26

I got a problem when trying to increase image brightness.

Here is the origin image:

enter image description here

The image I wanted to get is like this:

enter image description here

Now to increase the brightness with the following code:

    image = cv2.imread("/home/wni/vbshare/tmp/a4_index2.png",0)

    if sum(image[0])/len(image[0])<200:
        new = np.where((255-image)<image,255,image*2)
    else:
        new = image
    return new

And, I got the following image:

enter image description here

So, seems brightness of some points overflowed.

And I tried to change the threshold from 200 to some other number, e.g. 125, 100, 140 .etc However, the image brightness stays either almost same dark or overflow.

Env:

Python: 2.7.10

Opencv: 3.2.0

Any suggestion for this is appreciated.

Thanks.

7
  • You may use cv2.adaptiveThreshold() to get somewhat similar results but you may not be able to get the exact original form.
    – ZdaR
    May 18, 2017 at 13:43
  • None of the attached images work.
    – Dan Mašek
    May 18, 2017 at 16:00
  • You sure? It's OK for me
    – Wesley
    May 18, 2017 at 16:02
  • @Wesley Interesting. Must have been some temporary issue.
    – Dan Mašek
    May 18, 2017 at 16:05
  • Anyway, to your problem -- to avoid the overflow I'd use an operation that saturates. e.g. cv2.add the source array to itself, using a mask to select which elements to update. That's not to say it's an ideal approach.
    – Dan Mašek
    May 18, 2017 at 16:08

2 Answers 2

66

Here's my shot at a simple algorithm for cleaning up that particular image. Feel free to play with it and tweak it further to get the desired result.

NB: The code shown should work both with the 2.4.x and 3.x branches of OpenCV.

Step 0

Load the input image as grayscale.

img = cv2.imread('paper.jpg',0)

Step 1

Dilate the image, in order to get rid of the text. This step somewhat helps to preserve the bar code.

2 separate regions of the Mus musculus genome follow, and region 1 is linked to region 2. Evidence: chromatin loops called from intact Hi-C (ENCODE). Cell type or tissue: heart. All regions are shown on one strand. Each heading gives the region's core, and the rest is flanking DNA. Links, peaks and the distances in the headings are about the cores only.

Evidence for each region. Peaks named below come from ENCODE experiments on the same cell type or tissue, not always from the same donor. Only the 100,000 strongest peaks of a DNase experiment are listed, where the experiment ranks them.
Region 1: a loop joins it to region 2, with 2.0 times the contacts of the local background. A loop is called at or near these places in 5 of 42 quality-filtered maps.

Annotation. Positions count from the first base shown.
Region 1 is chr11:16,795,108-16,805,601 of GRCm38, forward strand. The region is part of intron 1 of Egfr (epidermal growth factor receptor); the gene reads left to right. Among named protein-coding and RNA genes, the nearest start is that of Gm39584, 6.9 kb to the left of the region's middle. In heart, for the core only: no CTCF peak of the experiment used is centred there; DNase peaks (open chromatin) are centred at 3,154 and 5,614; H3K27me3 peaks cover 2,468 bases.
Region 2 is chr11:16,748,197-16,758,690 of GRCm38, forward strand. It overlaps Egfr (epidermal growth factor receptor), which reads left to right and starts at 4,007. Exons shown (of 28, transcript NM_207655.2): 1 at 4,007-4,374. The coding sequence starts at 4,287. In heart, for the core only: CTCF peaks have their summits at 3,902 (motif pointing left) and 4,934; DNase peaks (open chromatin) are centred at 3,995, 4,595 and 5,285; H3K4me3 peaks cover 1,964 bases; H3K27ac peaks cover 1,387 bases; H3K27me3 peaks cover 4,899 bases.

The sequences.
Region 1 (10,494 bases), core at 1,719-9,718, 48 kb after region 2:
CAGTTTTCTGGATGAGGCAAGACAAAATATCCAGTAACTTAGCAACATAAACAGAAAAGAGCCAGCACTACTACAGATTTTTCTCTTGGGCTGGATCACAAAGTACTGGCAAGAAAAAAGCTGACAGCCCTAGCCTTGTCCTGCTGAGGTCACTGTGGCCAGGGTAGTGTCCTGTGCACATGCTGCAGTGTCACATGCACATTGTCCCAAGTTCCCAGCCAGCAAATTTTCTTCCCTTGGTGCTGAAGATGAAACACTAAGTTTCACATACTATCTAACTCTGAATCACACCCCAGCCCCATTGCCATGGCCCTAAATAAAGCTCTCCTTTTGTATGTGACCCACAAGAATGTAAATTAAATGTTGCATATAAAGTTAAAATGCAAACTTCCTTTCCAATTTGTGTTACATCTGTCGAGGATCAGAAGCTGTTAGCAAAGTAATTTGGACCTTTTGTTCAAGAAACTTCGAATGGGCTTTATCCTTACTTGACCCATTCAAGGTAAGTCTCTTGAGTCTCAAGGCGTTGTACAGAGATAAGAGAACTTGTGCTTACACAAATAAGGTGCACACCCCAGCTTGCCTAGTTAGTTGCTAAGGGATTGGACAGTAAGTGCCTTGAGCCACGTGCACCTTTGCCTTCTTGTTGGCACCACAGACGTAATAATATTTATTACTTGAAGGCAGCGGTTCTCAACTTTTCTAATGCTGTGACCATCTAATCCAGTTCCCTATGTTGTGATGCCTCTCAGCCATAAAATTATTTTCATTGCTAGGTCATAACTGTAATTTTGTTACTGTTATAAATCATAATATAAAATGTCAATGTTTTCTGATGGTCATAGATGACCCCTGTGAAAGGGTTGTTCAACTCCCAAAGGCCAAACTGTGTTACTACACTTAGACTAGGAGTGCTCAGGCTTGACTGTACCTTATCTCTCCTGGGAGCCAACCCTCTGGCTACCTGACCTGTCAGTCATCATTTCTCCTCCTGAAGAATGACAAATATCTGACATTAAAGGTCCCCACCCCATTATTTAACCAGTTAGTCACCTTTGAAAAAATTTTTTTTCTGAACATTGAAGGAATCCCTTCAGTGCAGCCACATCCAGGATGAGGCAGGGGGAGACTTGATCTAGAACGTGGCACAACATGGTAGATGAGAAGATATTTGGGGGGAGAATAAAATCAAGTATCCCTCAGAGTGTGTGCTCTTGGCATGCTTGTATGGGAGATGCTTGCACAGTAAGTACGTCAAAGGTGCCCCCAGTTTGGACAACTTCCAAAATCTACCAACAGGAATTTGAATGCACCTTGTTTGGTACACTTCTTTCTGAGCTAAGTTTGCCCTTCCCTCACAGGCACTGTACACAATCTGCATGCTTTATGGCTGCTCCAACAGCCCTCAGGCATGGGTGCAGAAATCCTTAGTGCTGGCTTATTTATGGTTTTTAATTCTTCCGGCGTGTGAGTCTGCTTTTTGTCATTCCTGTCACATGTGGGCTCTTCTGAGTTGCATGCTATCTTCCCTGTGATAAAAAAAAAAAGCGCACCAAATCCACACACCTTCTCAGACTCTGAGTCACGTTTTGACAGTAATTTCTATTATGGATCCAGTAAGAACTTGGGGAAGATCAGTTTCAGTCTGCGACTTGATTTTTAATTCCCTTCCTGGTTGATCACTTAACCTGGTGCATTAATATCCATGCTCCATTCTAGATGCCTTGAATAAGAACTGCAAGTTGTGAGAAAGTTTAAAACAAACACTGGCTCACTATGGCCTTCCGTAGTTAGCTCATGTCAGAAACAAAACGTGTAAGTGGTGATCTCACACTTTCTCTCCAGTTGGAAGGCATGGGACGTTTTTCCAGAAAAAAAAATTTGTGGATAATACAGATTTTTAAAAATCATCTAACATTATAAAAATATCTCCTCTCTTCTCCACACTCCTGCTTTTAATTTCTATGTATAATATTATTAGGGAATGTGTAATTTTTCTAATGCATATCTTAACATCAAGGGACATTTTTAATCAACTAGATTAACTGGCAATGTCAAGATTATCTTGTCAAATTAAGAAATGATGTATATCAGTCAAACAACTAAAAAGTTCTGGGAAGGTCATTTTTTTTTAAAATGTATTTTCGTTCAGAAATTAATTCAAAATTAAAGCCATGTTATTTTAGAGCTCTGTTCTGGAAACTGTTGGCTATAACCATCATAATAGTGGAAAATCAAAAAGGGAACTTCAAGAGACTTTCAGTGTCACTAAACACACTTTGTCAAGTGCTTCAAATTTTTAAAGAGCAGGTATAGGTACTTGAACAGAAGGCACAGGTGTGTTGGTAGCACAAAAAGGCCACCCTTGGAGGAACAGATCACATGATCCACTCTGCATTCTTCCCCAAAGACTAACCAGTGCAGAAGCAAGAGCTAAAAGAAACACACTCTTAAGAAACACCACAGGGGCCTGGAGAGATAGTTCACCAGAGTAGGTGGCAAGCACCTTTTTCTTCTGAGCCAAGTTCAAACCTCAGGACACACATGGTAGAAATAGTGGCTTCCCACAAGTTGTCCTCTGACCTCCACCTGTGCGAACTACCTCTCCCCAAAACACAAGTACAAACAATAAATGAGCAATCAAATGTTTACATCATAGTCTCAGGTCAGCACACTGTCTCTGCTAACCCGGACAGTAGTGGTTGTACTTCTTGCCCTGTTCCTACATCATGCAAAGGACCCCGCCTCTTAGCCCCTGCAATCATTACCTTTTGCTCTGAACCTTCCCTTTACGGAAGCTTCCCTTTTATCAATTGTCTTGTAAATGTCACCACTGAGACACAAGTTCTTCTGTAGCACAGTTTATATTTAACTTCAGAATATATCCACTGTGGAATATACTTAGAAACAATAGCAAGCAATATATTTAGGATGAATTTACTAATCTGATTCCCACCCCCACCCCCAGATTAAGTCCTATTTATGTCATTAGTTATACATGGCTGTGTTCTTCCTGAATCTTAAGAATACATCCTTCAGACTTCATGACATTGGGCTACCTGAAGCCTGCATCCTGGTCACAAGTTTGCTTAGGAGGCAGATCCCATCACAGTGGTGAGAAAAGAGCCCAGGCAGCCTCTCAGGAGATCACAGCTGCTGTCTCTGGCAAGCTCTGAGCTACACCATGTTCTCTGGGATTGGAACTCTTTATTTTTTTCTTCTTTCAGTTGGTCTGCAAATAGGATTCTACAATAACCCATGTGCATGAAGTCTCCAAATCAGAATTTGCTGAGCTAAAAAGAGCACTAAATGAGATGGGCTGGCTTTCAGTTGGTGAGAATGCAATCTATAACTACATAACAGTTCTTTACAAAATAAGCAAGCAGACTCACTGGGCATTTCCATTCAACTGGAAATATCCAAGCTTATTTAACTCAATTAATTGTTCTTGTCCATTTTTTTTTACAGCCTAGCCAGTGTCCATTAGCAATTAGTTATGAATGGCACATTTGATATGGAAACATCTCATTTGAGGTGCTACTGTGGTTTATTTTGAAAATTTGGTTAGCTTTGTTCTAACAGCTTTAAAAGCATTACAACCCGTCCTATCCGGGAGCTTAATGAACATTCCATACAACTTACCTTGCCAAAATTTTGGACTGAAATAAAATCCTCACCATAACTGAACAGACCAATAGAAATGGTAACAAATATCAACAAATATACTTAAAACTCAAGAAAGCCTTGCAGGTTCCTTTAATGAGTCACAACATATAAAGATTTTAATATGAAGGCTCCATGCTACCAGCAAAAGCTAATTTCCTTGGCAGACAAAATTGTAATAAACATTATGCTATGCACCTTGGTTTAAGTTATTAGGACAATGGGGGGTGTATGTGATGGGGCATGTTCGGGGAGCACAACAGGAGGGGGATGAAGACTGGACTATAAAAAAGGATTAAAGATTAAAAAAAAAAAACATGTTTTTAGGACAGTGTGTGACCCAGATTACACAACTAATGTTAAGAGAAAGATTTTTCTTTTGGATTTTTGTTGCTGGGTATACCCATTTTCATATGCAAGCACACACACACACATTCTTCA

dilated_img = cv2.dilate(img, np.ones((7,7), np.uint8)) 

Dilated

Step 2

Median blur the result with a decent sized kernel to further suppress any text.

This should get us a fairly good background image that contains all the shadows and/or discoloration.

bg_img = cv2.medianBlur(dilated_img, 21)

Blurred

Step 3

Calculate the difference between the original and the background we just obtained. The bits that are identical will be black (close to 0 difference), the text will be white (large difference).

Since we want black on white, we invert the result.

diff_img = 255 - cv2.absdiff(img, bg_img)

Inverted Difference

Step 4

Normalize the image, so that we use the full dynamic range.

norm_img = diff_img.copy() # Needed for 3.x compatibility
cv2.normalize(diff_img, norm_img, alpha=0, beta=255, norm_type=cv2.NORM_MINMAX, dtype=cv2.CV_8UC1)

Normalized

Step 5

At this point we still have the paper somewhat gray. We can truncate that away, and re-normalize the image.

_, thr_img = cv2.threshold(norm_img, 230, 0, cv2.THRESH_TRUNC)
cv2.normalize(thr_img, thr_img, alpha=0, beta=255, norm_type=cv2.NORM_MINMAX, dtype=cv2.CV_8UC1)

Gray Trimmed

Done...

Well, at least for me ;) You will probably want to crop it, and do whatever other post-processing you desire.


Note: It might be worth switching to higher precision (16+ bit int or float) after you get the difference image, in order to minimize accumulating rounding errors in the repeated normalizations.

2
  • Hi, thanks for your response. I just have a try and get what I wanna. Will accept as answer.
    – Wesley
    May 23, 2017 at 8:45
  • 1
    Hi @DanMašek @dan-ma%c5%a1ek, could you provide some code example or explanation where to apply your comment: > Note: It might be worth switching to higher precision (16+ bit int or float) after you get the difference image, in order to minimize accumulating rounding errors in the repeated normalizations.
    – mPrinC
    Jun 9, 2020 at 4:18
4

What you need is thresholding. This will allow you to set everything that isn't very dark to pure white, and set the very dark stuff to straight black (or any other colors). This should get you started:

cutoff_val = 100 # everything above this is set to set_color
set_color = 255 
ret,thresh_img = cv2.threshold(image,cutoff_val,set_color,cv2.THRESH_BINARY)

After you play around with that, you can get better results using adaptive thresholding.

See this great tutorial doing basically what you want---and bonus, it includes a tutorial on warping to get a rectangular region for the paper, too!

Edit: I got pretty good results with your image combining thresholding and then adaptive thresholding.

cutoff_val = 150 # everything above this is set to the cutoff val
set_color = 255 # if 
ret,thresh_img = cv2.threshold(image,cutoff_val,set_color,cv2.THRESH_TRUNC)
window_sz = 3
thresh_img2 = cv2.adaptiveThreshold(thresh_img,set_color,cv2.ADAPTIVE_THRESH_GAUSSIAN_C,
            cv2.THRESH_BINARY,window_sz,2)
1
  • Hi, I just have a try on your code, yeah, It get brighter, but also be glurry, I guess to be from cv2.ADAPTIVE_THRESH_GAUSSIAN_C, so I changed to cv2.ADAPTIVE_THRESH_MEAN_C, but with almost same result. Because I still need to do some ocr recognize after this, so, could you have suggestion on keep clarity when increasing brightness :-)
    – Wesley
    May 18, 2017 at 16:01

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